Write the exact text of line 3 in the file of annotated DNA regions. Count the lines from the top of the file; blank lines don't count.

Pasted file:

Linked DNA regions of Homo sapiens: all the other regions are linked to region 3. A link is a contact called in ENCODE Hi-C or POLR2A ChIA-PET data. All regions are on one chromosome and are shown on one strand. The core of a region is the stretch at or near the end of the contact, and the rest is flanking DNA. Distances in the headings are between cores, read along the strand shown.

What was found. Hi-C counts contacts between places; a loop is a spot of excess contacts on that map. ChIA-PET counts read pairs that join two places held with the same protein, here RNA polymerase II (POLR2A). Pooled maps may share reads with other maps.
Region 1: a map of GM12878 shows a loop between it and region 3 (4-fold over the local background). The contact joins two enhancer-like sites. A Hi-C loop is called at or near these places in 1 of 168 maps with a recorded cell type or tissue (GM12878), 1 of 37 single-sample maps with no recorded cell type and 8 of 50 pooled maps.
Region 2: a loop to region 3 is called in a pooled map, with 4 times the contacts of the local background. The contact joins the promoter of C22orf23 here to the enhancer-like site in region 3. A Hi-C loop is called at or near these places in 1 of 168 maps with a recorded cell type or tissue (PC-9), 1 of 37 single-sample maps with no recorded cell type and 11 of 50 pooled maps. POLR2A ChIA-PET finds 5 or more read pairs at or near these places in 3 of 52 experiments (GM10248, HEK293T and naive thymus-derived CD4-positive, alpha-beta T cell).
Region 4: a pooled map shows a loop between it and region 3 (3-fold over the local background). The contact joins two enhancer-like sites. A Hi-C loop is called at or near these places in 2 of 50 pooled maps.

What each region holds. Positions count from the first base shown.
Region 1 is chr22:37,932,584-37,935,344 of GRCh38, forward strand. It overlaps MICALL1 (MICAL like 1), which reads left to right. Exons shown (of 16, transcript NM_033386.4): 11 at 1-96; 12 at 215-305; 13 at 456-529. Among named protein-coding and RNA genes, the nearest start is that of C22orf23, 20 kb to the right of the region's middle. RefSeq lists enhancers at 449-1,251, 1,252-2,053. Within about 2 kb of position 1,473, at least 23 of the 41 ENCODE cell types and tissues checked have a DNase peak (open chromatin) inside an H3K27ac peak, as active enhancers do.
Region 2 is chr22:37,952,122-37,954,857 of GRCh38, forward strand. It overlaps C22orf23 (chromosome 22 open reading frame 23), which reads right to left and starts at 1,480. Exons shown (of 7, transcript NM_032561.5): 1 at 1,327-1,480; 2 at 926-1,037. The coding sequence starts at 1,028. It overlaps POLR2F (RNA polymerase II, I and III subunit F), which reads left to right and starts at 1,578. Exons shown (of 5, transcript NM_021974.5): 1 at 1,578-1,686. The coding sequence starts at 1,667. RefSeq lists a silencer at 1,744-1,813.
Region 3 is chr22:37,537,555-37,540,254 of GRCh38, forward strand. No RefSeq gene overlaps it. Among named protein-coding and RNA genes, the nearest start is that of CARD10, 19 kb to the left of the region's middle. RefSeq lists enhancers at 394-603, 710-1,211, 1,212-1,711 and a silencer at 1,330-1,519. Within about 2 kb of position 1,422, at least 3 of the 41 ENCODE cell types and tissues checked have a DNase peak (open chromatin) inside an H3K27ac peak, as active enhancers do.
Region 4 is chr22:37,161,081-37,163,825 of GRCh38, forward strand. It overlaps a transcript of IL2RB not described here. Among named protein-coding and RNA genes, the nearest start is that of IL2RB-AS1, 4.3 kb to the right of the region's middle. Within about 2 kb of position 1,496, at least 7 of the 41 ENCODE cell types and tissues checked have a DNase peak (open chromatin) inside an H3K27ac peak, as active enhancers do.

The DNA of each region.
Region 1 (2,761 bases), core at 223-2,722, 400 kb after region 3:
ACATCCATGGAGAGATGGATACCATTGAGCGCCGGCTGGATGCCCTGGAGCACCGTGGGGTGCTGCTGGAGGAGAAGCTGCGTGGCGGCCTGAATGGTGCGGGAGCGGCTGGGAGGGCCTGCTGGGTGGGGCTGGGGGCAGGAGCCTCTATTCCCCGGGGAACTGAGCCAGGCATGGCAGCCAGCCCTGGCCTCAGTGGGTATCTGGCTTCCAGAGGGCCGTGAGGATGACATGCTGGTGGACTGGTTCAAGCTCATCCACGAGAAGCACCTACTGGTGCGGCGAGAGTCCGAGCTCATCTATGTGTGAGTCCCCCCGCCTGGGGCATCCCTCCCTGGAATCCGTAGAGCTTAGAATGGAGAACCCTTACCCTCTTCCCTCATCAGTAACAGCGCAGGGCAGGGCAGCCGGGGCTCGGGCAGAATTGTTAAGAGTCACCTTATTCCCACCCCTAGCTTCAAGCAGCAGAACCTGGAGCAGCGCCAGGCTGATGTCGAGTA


Region 1: a map of GM12878 shows a loop between it and region 3 (4-fold over the local background). The contact joins two enhancer-like sites. A Hi-C loop is called at or near these places in 1 of 168 maps with a recorded cell type or tissue (GM12878), 1 of 37 single-sample maps with no recorded cell type and 8 of 50 pooled maps.